Doris Louise Loll Dowdell, a lifelong Galt resident and first president of the Galt Area Historical Society, died on Thursday, Nov. 26; she was 102. Never liking to be called Doris, she was known by all as Louise. Louise’s remarkable memory and recall of Galt’s history and past times has been invaluable in preserving Galt’s story for generations to come.
“Louise was not only instrumental in the preservation of Galt’s history, she witnessed it through her own eyes,” Galt City Councilmember Shawn Farmer said. “Her work will remain for generations, and it is now up to us to honor her memory and continue her efforts for future generations of Galtonians.”
Louise was born just seven miles east of Galt in her parents’ small home on her grandparent’s ranch on Aug. 15, 1918.
When she was six years old, Louise began attending The Brown School, a one-room schoolhouse a mile away from home. Louise was a member of the last class to attend classes in the Brown School before it was moved to Woodbridge, where it was subsequently used as a grange hall.
She went to Galt High School and attended class in what was the third school building that housed GHS.
Louise married Earl Dowdell on July 23, 1937 just before her 19th birthday. They were married for 58 years, until his death in 1995.
Although the couple did not have any children, according to her grandnephew Sacramento County Supervisor Don Nottoli, Louise was devoted to her extended family.
“She loved her family and community family, and she was loved by them,” Nottoli said. “I myself am blessed to have her with us all these years; she will really be missed.”
Nottoli said that Louise would host family gatherings on Memorial Day and Thanksgiving, “to see that folks came together. She kept them close. She knew 5-6 generations of names, and kept track of us with frequent contact.”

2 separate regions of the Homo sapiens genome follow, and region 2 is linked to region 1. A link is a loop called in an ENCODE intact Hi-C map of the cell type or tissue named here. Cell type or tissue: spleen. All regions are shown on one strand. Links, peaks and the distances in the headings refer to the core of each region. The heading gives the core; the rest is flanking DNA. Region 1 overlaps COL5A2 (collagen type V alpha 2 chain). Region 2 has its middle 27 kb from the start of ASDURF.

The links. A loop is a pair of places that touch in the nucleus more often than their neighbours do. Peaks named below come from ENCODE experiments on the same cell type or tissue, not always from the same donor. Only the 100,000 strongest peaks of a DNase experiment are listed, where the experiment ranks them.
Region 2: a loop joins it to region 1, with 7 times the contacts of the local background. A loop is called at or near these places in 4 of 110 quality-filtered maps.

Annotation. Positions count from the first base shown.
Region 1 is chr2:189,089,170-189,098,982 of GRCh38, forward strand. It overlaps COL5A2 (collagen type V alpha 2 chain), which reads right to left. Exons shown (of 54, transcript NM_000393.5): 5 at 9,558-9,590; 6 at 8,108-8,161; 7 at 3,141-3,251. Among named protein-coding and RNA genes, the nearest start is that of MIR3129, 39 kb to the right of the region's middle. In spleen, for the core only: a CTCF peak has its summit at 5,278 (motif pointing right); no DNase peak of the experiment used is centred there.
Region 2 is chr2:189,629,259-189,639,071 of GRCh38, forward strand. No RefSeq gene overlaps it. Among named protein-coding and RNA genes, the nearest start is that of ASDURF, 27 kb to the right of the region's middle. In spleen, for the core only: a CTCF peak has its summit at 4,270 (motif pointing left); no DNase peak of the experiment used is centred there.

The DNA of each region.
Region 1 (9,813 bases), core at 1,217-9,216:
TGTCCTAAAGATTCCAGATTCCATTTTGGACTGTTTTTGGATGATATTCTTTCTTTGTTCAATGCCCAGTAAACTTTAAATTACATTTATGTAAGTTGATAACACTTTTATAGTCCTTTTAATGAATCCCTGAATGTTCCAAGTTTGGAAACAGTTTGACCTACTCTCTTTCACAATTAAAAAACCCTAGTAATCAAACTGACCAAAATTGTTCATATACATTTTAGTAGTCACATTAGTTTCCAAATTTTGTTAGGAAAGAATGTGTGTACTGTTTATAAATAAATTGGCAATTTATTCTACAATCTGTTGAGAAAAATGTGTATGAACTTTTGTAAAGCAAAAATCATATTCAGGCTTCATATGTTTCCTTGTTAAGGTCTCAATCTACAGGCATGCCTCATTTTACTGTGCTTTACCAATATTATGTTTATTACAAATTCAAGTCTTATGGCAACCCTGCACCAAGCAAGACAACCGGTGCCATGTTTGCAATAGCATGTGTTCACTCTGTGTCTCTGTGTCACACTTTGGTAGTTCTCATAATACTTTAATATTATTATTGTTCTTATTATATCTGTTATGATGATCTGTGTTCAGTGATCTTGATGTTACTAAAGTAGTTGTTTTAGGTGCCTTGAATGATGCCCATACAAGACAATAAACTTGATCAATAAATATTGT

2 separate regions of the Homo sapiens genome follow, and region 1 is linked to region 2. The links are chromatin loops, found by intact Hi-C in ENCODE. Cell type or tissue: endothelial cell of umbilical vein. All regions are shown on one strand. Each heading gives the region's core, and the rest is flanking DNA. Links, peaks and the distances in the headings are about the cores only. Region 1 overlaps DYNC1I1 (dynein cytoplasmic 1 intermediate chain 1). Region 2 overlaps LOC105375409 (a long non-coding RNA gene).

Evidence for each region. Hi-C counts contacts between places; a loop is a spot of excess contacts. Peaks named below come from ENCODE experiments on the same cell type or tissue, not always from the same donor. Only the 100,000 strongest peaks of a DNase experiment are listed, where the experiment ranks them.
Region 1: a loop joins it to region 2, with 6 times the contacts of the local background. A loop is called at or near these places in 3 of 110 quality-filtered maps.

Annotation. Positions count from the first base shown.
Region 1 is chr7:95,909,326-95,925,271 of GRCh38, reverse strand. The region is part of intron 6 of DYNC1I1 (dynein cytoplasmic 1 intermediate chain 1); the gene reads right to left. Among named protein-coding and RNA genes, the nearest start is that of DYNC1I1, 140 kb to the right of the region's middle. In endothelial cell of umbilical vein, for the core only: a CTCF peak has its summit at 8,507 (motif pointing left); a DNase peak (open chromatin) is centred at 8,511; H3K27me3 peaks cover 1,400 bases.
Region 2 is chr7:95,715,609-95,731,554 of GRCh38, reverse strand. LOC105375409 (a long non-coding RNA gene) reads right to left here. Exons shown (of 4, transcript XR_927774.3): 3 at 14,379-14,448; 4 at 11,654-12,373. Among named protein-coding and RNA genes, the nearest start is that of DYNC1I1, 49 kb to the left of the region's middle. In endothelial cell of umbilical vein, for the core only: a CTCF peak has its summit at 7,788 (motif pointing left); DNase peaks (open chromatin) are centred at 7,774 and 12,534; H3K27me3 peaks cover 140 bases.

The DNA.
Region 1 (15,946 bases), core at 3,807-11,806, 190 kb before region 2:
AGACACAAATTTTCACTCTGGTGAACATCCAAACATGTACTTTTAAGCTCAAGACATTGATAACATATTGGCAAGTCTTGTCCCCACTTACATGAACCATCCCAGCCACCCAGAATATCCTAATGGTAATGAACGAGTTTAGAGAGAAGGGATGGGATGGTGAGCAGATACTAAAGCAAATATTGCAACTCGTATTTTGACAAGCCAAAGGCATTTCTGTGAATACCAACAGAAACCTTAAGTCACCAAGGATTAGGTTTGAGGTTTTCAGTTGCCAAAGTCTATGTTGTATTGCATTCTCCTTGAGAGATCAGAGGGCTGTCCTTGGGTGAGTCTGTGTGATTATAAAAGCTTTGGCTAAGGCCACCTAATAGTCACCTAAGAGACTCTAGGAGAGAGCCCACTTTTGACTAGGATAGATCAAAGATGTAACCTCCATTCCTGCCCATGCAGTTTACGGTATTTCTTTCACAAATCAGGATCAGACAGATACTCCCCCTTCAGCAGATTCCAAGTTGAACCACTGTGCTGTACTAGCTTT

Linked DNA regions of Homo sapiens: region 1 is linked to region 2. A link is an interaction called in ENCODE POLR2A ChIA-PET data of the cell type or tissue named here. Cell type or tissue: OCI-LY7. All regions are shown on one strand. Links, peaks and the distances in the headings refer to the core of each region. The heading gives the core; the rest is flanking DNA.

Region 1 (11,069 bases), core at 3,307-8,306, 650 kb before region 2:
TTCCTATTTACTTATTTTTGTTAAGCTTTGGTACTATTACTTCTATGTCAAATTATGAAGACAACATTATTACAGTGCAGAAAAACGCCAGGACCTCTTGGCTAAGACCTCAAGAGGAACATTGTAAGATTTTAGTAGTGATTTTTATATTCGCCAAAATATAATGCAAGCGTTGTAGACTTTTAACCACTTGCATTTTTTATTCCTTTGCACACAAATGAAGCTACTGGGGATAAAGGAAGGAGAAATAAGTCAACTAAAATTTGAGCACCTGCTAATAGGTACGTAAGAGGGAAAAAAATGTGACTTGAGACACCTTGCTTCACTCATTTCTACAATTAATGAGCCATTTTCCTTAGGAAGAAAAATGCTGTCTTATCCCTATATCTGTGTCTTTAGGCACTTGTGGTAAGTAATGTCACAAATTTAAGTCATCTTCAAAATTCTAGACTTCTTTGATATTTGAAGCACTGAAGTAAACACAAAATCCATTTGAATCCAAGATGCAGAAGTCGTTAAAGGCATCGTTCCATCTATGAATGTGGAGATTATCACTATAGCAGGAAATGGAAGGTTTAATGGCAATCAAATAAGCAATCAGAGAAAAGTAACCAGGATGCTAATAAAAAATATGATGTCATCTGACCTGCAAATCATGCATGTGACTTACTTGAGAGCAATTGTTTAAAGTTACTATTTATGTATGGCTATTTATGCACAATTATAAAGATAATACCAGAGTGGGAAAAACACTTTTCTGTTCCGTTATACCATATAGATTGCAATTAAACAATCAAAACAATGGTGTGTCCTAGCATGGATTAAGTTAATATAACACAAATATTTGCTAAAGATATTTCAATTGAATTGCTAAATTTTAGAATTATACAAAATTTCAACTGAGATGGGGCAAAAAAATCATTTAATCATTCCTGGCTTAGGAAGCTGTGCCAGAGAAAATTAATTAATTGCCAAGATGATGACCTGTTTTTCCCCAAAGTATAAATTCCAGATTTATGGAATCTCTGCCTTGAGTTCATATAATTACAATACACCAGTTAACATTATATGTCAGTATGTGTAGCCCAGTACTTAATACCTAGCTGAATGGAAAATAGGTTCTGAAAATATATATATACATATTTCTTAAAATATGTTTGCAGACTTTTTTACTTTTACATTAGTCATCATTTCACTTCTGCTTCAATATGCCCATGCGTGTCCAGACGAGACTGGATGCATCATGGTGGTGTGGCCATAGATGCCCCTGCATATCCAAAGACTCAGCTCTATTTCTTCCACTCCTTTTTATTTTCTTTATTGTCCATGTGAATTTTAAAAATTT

While Louise’s husband was serving in the Navy during World War II, she worked for Greyhound Lines in Stockton. She went on to work as the only cook at Galt High School, preparing food for over 300 students every day.
After the war ended, Louise was offered a job at the local Post Office, despite never having taken the civil service test. She retired in 1978 after 26 years of service.
One of the charter members of the Galt Area Historical Society (GAHS) in 1987, Louise served as an officer every year, including six terms as president until she was forced to leave her position due to medical restrictions. Until her death, she remained as an honorary member of the executive board.
To fulfill the goal of the Galt Area Historical Society to preserve the unique history and culture of Galt, Louise led the historical society in acquiring the Rae House and turning it into a museum, and helped to oversee the renovation of the McFarland Living History Ranch.
“Louise was a remarkable person who had such recall of Galt and our area’s history,” current GAHS President Janis Barsetti Gray said. “She was the ‘go to’ person if we did not know about a happening in the past. The citizens of Galt and the area can thank Louise for the preservation of our history. She will be missed by all of us. I am so glad that many of us were able to celebrate her 102nd birthday in August with a drive by parade in her honor.”
Nottoli agreed with Barsetti Gray.
“She had an amazing recall of events, people’s names and dates,” Nottoli said. “She knew businesses and really watched over the happenings in town, and could tell you about them years later, many years later.”
Long before she became the first president of the Galt Area Historical Society, she was involved in the local community and watched it grow year by year. In 1935, she was Galt’s first Fair Queen, and attended many community events with her husband, including the Fireman’s Ball.
Nottoli summed up Louise.
“She had a wonderful spirit; we are going to miss her,” he said.